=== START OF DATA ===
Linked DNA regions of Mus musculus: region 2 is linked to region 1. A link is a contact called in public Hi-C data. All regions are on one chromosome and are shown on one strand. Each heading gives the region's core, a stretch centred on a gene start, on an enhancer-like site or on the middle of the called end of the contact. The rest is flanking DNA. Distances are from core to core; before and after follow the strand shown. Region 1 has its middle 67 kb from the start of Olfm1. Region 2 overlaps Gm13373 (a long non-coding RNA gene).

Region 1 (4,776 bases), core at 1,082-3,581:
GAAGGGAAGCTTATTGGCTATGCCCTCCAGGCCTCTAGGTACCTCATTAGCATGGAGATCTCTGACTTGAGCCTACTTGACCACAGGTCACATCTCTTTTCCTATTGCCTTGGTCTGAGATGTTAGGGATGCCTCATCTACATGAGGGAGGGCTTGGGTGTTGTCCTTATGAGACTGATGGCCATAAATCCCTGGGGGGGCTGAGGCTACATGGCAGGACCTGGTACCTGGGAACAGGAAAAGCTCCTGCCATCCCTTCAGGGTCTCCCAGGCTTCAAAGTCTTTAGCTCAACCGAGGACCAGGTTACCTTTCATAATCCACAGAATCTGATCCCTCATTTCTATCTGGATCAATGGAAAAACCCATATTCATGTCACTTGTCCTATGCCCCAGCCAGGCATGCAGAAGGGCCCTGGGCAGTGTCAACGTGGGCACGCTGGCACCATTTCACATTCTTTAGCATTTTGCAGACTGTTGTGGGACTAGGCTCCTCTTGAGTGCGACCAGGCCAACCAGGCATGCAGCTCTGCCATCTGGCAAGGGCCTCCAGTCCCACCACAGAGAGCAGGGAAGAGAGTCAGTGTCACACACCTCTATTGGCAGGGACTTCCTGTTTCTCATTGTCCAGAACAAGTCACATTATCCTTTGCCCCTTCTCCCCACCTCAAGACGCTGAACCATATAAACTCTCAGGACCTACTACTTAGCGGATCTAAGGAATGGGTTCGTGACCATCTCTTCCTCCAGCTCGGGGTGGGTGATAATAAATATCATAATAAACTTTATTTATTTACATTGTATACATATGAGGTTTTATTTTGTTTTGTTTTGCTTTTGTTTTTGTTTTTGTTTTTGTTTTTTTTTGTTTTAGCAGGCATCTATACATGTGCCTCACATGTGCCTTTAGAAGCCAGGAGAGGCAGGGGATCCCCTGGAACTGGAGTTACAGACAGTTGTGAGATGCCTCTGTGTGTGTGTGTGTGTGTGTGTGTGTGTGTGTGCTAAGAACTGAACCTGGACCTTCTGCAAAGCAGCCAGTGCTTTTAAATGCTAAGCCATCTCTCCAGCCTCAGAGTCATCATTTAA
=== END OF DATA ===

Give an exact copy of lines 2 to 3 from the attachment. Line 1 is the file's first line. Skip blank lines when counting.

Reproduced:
Region 1 (4,776 bases), core at 1,082-3,581:
GAAGGGAAGCTTATTGGCTATGCCCTCCAGGCCTCTAGGTACCTCATTAGCATGGAGATCTCTGACTTGAGCCTACTTGACCACAGGTCACATCTCTTTTCCTATTGCCTTGGTCTGAGATGTTAGGGATGCCTCATCTACATGAGGGAGGGCTTGGGTGTTGTCCTTATGAGACTGATGGCCATAAATCCCTGGGGGGGCTGAGGCTACATGGCAGGACCTGGTACCTGGGAACAGGAAAAGCTCCTGCCATCCCTTCAGGGTCTCCCAGGCTTCAAAGTCTTTAGCTCAACCGAGGACCAGGTTACCTTTCATAATCCACAGAATCTGATCCCTCATTTCTATCTGGATCAATGGAAAAACCCATATTCATGTCACTTGTCCTATGCCCCAGCCAGGCATGCAGAAGGGCCCTGGGCAGTGTCAACGTGGGCACGCTGGCACCATTTCACATTCTTTAGCATTTTGCAGACTGTTGTGGGACTAGGCTCCTCTTGAGTGCGACCAGGCCAACCAGGCATGCAGCTCTGCCATCTGGCAAGGGCCTCCAGTCCCACCACAGAGAGCAGGGAAGAGAGTCAGTGTCACACACCTCTATTGGCAGGGACTTCCTGTTTCTCATTGTCCAGAACAAGTCACATTATCCTTTGCCCCTTCTCCCCACCTCAAGACGCTGAACCATATAAACTCTCAGGACCTACTACTTAGCGGATCTAAGGAATGGGTTCGTGACCATCTCTTCCTCCAGCTCGGGGTGGGTGATAATAAATATCATAATAAACTTTATTTATTTACATTGTATACATATGAGGTTTTATTTTGTTTTGTTTTGCTTTTGTTTTTGTTTTTGTTTTTGTTTTTTTTTGTTTTAGCAGGCATCTATACATGTGCCTCACATGTGCCTTTAGAAGCCAGGAGAGGCAGGGGATCCCCTGGAACTGGAGTTACAGACAGTTGTGAGATGCCTCTGTGTGTGTGTGTGTGTGTGTGTGTGTGTGTGTGCTAAGAACTGAACCTGGACCTTCTGCAAAGCAGCCAGTGCTTTTAAATGCTAAGCCATCTCTCCAGCCTCAGAGTCATCATTTAA